To actually answer the question asked, I use it to automate things I do everyday. I am trying to make it my single scripting language, replacing the things I did in perl, python, vbscript, .bat/.cmd, and one off little utility/conversion programs that I would create.

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You can hate Powershell, and yet it can still be incredibly useful to you. I use it for small but important one-liner types of things or in very minor scripts. It really can't compare to C# so as soon as there is any complexity or significant potential reuse at all I switch to C#. Also, importantly, Powershell is so funky that I WANT to recreate solutions from scratch every time, otherwise I forget the quirks, of which there are many. I have heard other people say this too!

Examples of what it's really good for:

  1. Ad hoc text processing. Occasionally people hand me a large data or SQL file, and they want it manipulated into a different form, sometimes in really complicated ways. This alone has saved me incredible amounts of time. It often involves lots of adhoc one-liners and intermediate files. Now that people know I can do this, they tend to hand such projects off to me. Or in some cases they are so wowed that they learn Powershell for themselves.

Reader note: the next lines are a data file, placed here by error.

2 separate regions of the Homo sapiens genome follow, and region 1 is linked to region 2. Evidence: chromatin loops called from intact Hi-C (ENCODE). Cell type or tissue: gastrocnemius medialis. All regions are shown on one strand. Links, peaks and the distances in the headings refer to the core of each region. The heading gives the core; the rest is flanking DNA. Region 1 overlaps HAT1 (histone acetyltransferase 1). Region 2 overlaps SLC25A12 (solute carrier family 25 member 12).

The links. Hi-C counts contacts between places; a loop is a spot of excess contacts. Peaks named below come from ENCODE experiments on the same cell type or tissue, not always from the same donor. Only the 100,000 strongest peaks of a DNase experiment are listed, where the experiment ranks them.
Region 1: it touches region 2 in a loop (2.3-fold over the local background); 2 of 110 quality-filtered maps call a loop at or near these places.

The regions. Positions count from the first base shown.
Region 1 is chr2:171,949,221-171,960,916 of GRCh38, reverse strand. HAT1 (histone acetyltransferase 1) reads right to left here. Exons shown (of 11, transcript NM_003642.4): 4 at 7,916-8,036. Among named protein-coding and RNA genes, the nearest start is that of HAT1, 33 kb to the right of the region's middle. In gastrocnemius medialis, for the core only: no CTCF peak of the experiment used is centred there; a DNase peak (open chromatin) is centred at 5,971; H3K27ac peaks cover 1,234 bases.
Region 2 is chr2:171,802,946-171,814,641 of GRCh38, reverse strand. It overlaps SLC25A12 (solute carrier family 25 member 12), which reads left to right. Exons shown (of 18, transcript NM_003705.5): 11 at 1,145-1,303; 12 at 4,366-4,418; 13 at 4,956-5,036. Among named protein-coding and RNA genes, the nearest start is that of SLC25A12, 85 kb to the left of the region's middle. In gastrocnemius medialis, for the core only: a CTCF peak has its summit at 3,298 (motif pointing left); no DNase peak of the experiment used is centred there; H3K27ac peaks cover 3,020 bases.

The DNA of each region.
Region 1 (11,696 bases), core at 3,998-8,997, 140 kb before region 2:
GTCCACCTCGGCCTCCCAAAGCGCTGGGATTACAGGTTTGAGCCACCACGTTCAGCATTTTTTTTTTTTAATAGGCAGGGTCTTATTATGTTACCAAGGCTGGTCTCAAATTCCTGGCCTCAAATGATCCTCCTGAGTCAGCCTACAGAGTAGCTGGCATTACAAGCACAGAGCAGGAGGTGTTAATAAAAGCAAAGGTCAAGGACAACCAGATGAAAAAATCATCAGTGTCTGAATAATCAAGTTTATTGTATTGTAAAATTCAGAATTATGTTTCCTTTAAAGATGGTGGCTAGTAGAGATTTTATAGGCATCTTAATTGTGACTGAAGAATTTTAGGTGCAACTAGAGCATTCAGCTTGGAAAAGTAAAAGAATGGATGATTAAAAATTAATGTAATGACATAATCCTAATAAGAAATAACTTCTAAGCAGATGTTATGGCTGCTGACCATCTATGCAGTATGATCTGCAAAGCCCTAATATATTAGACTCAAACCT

2. When I'm at a customer site and desperately need to automate something, and it's the only tool I can and/or am allowed to get my hands on.

  3. Little scripts to log into web sites and navigate to whatever page I'm interested in or working on. I never manually log into a web site that I'm developing anymore. Trivial, but that's one less annoying repeating brain dead task I need to worry about.

  4. One-liners to copy files and projects around and search and replace.

  5. Little scripts to do builds, if there are any unusual complications involved.

  6. Etc. You are bound to have little quirks in your system, where you need to stop/start a service to fix something else, or whatever.